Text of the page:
Roof rats are found throughout New Jersey. Roof rats are known by other names as well, including Alexandrian Rat, Black Rat, Fruit Rat and Ship Rat. Their body is slender, about 6 to 8 inches long. Average weight is 6 to 12 ounces and their colors vary from black to a brownish-gray to white. Their tail is hairless and is longer than the head and the body. The tail is about 7.5 to 10 inches long. The tail has a uniform color throughout. Roof rats have a pointed nose and muzzle, with an acute sense of smell. Their eyes are large and prominent, but their eyesight is poor. Roof rats primarily see light, shadow, and movement. The gnaw pattern of rats is one eighth inch. Rats are able to gnaw through wood, lead, aluminum, copper, cinder block and uncured concrete.
The Roof rat’s whiskers on the face and guard hairs on the sides and back help an animal with poor eyesight stay safely against walls, under objects, and in burrows. Whiskers are also used to detect motion and test surfaces, e.g. glue traps before stepping on them.
Identifying Roof Rat Droppings
Roof rat droppings have a pointed end and are almost one half inch (1cm) or less in length. Fresh droppings are soft and dark in color. A roof rat averages 30 to 180 droppings per day. Roof Rats are omnivores and consume seeds, fruits, vegetables, eggs, and grain. Rats visit fewer food sites than mice but must eat more at each site. Rats tend to consumes one half to 1 ounce of food daily and drink up to 1 oz of water daily.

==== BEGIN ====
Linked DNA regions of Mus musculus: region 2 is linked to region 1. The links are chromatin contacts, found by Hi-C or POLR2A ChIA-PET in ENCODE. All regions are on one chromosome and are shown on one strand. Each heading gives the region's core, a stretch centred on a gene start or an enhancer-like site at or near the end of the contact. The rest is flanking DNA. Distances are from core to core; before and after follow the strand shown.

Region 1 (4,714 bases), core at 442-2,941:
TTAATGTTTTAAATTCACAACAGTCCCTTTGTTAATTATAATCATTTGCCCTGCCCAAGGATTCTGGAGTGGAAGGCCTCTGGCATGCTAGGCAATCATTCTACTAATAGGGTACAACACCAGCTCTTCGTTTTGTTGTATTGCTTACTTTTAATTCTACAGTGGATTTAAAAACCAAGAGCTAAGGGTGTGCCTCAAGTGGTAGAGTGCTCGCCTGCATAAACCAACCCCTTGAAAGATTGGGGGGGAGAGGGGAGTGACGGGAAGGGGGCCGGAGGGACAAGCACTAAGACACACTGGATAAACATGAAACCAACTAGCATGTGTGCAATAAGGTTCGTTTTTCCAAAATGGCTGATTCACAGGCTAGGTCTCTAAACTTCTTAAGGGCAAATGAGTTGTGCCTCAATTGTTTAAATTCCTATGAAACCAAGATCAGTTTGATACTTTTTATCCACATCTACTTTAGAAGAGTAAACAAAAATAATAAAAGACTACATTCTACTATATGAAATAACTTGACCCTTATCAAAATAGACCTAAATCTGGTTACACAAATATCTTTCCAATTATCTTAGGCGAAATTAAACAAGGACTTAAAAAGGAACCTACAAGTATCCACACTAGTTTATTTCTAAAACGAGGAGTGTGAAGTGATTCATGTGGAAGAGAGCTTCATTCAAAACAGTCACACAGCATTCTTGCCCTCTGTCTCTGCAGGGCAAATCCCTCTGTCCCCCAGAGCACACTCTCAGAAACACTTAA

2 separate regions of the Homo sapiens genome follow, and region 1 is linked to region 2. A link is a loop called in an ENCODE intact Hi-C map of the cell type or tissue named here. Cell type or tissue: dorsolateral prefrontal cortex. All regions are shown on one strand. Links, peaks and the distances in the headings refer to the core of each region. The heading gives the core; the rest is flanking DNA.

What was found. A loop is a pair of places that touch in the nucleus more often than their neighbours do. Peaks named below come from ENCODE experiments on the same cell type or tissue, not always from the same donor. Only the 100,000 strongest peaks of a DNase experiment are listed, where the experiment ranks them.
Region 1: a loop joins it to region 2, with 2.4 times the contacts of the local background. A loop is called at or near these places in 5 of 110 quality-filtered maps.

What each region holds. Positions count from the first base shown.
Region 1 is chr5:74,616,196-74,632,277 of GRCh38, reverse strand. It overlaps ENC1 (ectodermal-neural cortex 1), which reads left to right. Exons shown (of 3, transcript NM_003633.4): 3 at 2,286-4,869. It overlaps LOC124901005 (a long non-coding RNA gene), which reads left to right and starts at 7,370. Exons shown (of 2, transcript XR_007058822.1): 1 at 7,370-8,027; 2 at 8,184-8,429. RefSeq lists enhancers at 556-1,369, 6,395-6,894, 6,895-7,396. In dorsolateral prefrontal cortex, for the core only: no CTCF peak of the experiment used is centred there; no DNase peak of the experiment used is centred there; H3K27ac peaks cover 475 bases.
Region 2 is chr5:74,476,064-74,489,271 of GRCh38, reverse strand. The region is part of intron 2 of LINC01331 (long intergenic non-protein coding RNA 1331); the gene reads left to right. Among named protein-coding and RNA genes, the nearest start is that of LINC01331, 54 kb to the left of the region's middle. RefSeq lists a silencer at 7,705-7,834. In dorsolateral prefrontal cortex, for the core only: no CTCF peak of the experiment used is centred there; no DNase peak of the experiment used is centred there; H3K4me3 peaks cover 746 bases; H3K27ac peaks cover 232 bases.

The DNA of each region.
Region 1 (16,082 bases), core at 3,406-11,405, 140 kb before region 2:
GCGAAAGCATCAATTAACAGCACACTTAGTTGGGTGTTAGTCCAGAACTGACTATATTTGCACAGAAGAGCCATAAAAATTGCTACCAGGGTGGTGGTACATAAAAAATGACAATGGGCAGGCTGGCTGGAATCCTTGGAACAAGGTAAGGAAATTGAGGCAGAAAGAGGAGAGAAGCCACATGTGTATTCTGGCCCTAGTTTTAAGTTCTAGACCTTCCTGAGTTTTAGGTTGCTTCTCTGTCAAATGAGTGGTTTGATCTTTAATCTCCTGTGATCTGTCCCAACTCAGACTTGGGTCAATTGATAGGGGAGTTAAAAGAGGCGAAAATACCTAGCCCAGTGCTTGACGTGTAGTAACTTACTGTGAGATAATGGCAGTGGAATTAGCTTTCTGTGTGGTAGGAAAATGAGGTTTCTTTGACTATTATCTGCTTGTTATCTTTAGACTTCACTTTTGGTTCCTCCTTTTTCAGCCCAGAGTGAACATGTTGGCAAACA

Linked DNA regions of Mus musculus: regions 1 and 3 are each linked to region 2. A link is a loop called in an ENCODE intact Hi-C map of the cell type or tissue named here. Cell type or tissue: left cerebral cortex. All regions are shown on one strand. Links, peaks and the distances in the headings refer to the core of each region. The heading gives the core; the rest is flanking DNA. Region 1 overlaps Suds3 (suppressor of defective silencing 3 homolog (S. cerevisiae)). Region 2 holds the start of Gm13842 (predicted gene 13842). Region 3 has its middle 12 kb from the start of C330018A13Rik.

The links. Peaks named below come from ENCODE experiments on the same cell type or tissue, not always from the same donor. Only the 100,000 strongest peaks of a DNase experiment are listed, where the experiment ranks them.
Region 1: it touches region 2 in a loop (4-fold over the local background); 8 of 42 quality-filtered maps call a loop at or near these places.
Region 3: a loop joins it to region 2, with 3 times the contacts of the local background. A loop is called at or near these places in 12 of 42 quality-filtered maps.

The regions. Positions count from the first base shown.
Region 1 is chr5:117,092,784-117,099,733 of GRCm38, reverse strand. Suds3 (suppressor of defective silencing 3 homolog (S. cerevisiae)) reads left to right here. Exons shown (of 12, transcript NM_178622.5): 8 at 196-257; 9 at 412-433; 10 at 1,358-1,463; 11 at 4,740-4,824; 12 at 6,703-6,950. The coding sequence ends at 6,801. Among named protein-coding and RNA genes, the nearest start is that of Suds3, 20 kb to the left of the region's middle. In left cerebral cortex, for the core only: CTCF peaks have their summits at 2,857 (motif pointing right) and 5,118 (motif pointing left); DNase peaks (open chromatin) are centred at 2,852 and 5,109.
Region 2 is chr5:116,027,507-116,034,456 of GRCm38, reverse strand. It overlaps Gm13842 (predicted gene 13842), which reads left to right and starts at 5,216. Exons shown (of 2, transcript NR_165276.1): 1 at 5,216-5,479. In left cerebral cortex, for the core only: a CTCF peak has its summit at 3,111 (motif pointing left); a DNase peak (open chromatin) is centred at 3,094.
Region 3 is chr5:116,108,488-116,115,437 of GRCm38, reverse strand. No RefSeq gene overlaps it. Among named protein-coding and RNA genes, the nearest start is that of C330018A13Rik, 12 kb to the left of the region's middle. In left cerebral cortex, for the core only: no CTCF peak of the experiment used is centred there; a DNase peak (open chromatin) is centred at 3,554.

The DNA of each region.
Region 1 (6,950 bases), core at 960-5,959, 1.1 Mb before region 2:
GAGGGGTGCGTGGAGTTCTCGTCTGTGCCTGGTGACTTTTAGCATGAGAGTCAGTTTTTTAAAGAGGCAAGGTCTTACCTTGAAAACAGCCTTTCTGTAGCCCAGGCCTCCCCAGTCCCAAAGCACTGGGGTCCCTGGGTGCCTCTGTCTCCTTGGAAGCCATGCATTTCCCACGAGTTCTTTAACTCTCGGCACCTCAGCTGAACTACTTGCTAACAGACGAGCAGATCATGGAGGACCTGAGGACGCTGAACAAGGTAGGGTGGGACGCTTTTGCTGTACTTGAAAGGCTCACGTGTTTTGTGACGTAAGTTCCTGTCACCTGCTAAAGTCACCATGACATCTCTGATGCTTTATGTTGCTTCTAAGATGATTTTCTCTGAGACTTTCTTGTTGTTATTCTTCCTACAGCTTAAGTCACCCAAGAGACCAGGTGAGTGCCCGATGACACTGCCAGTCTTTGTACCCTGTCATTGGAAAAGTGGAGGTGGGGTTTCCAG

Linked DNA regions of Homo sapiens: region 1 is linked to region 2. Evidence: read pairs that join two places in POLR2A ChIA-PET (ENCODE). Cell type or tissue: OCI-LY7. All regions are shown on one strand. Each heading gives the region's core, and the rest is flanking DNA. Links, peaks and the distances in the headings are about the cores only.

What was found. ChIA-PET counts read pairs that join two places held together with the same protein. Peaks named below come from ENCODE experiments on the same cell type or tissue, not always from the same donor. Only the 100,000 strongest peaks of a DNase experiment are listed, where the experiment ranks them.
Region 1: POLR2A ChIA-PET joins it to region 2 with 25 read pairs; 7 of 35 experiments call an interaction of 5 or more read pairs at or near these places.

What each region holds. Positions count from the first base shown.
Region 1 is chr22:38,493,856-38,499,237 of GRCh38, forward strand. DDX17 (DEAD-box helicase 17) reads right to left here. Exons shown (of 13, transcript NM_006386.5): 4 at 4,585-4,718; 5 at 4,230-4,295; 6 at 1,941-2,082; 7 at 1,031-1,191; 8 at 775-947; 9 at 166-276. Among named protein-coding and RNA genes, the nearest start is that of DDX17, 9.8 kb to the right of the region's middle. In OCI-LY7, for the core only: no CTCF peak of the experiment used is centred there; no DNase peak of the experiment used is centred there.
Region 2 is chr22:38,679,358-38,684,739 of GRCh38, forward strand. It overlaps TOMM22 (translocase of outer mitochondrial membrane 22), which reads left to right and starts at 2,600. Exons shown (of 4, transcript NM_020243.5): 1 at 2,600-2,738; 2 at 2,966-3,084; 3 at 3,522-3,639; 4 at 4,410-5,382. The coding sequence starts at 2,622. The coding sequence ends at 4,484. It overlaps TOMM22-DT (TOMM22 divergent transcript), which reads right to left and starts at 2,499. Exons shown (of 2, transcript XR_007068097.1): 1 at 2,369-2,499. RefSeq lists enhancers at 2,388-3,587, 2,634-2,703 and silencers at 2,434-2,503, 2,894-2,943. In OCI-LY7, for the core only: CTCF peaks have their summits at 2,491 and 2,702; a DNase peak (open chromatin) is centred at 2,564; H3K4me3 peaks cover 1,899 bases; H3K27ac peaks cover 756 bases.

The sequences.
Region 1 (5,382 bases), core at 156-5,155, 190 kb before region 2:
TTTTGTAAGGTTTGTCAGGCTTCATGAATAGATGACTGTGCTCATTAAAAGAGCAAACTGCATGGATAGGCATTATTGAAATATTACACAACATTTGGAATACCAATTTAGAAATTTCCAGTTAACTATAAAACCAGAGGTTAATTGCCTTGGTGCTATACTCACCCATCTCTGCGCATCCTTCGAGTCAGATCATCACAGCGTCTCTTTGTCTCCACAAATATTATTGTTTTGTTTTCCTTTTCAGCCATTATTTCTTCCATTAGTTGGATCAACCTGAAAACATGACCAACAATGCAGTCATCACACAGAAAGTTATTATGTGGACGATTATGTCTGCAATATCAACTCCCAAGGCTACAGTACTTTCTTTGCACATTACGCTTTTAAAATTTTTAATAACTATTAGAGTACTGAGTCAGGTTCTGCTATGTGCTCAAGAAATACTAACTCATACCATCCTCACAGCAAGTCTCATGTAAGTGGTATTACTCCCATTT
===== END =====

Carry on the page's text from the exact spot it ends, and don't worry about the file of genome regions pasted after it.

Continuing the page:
Common roof rat abilities
Roof rats are able to swing, jump, and climb. They usually enter and nest in upper portion of buildings. At times, Roof Rats may nest outside in trees, ivy, and similar vegetation. They burrow very little and are nocturnal creatures, with most activity and feeding taking place between a half hour after sunset and a half hour before sunrise. The Roof rat also has a strong social hierarchy. Roof Rats are best suited to warm climates but are often associated with marine ports. In the United States, they are found along the Pacific Coast, the lower half of the Atlantic Coast, throughout the Gulf States, along major river systems (i.e. Mississippi River) and in Hawaii. In Canada, they are found along the Pacific Coast, the southern Atlantic Coast, and occasionally in extreme southern Ontario.